“Anyway, I keep picturing all these little kids playing some game in this big field of rye and all. Thousands of little kids, and nobody’s around – nobody big, I mean – except me. And I’m standing on the edge of some crazy cliff. What I have to do, I have to catch everybody if they start to go over the cliff – I mean if they’re running and they don’t look where they’re going I have to come out from somewhere and catch them. That’s all I do all day. I’d just be the catcher in the rye and all. I know it’s crazy, but that’s the only thing I’d really like to be.”
-Holden Caulfield in The Catcher in the Rye by J.D. Salinger
There are certain moments make us realize how close we are to going over that cliff. When they do arrive, they come as a shock, even for those of us who think we know better. It’s now possible to go a very long time in life without knowing anyone who has died, or suffered some other serious calamity. Only on rare occasions do we—and by ‘we,’ I suppose I mean Westerners who live relatively comfortable daily lives—get these terrifying windows into the fragility of everything we’ve built.
It is a noble desire, that wish to be the catcher in the rye. Holden fancies himself the protector of the innocent from the horrors of the world. He’s aware of the danger, and wants to make sure no one goes over the edge. He takes on the burden for the good of all, and he can keep the children from ever knowing that fear.
It won’t work forever, though, as Salinger well knew, and his protagonist slowly came to learn. No one can possibly keep the horde of naïve kids from running toward the cliff, and no one person can hold them back. Humans are not born into perfect innocence, and will inevitably wander toward various edges. The precipice always looms, and learning more of it is both the way over the edge and the way to learn not to go near it.
Perhaps, then, it is best to let the kids wander toward the edge. Be there to offer a hand if they get too close, maybe, but let them see it for what it is. There’s a compelling case here, one that says it is on the edge where we push limits and find meaning, daring to do great things. The world is a plaything, meant to be explored with curiosity and delight—even its darkest parts. All those dull measures of life’s worth like money and years lived mean nothing when stacked up against those moments of enlightenment. Or so you’d wish to believe.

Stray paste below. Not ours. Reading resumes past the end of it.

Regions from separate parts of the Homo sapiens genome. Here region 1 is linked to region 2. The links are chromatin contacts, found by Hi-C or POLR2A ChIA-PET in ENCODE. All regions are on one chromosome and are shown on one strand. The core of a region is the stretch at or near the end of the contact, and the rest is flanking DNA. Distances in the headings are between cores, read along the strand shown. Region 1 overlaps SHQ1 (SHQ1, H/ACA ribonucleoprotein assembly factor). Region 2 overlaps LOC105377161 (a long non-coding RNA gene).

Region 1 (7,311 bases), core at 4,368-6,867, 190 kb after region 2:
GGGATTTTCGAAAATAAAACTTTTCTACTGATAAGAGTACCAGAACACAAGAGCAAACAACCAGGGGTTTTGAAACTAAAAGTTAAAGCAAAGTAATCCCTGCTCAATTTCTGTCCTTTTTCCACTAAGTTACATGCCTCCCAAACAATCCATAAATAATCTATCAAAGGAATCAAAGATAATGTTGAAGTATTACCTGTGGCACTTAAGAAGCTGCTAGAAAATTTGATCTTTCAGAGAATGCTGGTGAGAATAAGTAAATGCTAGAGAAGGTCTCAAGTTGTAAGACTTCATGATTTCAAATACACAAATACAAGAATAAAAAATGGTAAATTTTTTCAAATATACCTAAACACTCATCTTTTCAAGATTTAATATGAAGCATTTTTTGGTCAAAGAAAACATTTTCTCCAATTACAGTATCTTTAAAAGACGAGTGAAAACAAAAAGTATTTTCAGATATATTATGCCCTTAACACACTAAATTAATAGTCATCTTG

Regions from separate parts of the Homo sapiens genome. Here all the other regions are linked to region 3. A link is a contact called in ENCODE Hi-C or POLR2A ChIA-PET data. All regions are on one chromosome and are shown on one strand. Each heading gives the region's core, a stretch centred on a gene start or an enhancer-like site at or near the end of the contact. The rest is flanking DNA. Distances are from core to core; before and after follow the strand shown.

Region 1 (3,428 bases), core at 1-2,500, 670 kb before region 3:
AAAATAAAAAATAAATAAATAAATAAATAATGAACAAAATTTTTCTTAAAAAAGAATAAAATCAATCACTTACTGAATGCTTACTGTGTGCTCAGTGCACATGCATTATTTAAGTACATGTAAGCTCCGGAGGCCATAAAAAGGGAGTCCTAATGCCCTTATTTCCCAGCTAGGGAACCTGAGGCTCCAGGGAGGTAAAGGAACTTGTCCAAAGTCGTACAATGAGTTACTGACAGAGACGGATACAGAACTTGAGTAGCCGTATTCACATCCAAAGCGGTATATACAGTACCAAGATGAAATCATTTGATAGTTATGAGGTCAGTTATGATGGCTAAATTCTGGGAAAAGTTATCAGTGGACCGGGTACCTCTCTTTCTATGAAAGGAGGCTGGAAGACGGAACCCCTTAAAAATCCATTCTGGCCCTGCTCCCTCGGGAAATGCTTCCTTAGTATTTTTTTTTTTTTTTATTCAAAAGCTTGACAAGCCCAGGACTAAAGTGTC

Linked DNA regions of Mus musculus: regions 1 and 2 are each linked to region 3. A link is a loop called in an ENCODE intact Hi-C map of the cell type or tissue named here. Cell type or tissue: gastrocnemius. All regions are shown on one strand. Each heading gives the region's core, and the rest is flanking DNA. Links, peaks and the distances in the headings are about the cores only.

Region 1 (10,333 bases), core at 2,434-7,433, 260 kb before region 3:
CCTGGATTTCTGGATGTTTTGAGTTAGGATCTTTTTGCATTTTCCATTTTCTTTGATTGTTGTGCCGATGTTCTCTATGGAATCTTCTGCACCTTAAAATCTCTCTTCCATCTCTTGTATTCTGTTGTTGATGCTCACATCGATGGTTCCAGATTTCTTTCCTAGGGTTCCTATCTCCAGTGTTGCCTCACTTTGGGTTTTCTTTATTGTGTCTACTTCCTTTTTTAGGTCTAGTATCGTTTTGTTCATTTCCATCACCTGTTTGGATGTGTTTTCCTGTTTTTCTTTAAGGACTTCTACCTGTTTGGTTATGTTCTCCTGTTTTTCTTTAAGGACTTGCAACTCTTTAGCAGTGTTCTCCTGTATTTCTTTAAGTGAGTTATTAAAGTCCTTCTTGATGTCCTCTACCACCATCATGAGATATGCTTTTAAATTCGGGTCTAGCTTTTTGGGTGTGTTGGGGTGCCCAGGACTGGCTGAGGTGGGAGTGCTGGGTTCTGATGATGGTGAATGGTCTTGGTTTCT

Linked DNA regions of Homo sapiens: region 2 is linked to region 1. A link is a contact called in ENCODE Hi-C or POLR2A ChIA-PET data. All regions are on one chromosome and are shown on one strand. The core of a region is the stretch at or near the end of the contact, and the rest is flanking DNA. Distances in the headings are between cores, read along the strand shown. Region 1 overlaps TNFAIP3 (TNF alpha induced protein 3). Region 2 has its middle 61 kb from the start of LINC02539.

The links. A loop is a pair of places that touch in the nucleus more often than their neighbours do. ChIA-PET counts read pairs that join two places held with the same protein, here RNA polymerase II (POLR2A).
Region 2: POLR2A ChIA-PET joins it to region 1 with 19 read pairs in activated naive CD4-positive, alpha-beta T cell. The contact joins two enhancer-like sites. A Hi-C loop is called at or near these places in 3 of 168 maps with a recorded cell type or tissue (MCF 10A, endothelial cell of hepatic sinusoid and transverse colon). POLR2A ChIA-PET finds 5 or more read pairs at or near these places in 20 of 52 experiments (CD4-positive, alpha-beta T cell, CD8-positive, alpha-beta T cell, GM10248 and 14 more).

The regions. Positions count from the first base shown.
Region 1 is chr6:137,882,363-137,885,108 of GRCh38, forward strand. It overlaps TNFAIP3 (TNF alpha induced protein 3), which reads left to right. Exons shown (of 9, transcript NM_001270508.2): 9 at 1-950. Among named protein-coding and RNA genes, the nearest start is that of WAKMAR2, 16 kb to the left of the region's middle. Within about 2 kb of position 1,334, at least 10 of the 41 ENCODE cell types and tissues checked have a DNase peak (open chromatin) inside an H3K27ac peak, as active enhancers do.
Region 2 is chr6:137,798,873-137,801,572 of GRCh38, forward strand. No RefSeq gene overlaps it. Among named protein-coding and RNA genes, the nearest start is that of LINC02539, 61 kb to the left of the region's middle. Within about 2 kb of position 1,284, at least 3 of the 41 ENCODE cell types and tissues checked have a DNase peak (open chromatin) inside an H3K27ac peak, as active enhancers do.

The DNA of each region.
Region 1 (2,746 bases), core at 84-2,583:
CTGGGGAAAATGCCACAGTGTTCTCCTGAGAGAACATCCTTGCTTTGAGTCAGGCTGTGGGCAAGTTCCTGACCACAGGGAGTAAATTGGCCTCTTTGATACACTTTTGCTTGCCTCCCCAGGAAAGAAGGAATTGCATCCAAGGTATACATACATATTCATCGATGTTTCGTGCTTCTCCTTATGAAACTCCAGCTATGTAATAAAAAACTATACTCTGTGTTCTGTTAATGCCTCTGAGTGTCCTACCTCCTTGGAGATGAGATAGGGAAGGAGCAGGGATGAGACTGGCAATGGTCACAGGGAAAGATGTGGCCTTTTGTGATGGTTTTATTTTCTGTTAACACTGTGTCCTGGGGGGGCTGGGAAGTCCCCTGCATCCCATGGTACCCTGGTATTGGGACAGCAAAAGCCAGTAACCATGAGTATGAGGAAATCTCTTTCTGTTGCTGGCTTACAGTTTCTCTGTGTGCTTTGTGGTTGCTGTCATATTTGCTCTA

There is danger here; danger in the hubris in believing that you know where the edge lies for each and every person. It’s never in quite the same place, and the edge will bring out extremes in people, whether fragile or resilient. There’s also the question of choosing when to go for it; seeking the edge for itself alone is recklessly aggressive, before long lapsing into ennui. Toying with the edge will tempt fate before long. We must choose our battles wisely.
Is there a way out? Perhaps. It involves a careful, even brutal, self-examination, one that rises above the field of rye and lets one see beyond, at the same time aware of what we cannot see. To the well-ordered mind, this is a healthy process, not cause for inward obsession. Reflect, learn, move on, forever gauging where the edge is. Venture to the brink, and try to prepare those kids running about for what lies beyond—but always head home afterward. A brief glimpse is all we need, and our minds can do the rest.
Life cannot be found in the suppression of passions, but it is as much of a mistake to let passions rule it all. They must be channeled, carefully tended, and watched with vigilance, with immediate action when things do go awry, as they most likely will. We do not fear the edge, but we respect it, understand its power, and carry on with our quests, wherever they may lead. The true task of the catcher in the rye is not to save blindly, but to teach, to demand an honest reflection, and then to turn the children loose again, this time more prepared to cope with what lies beyond.
One thought on “Over the Edge”
thanks Karl, you have given me something to think about as I spend time with my granddaughters.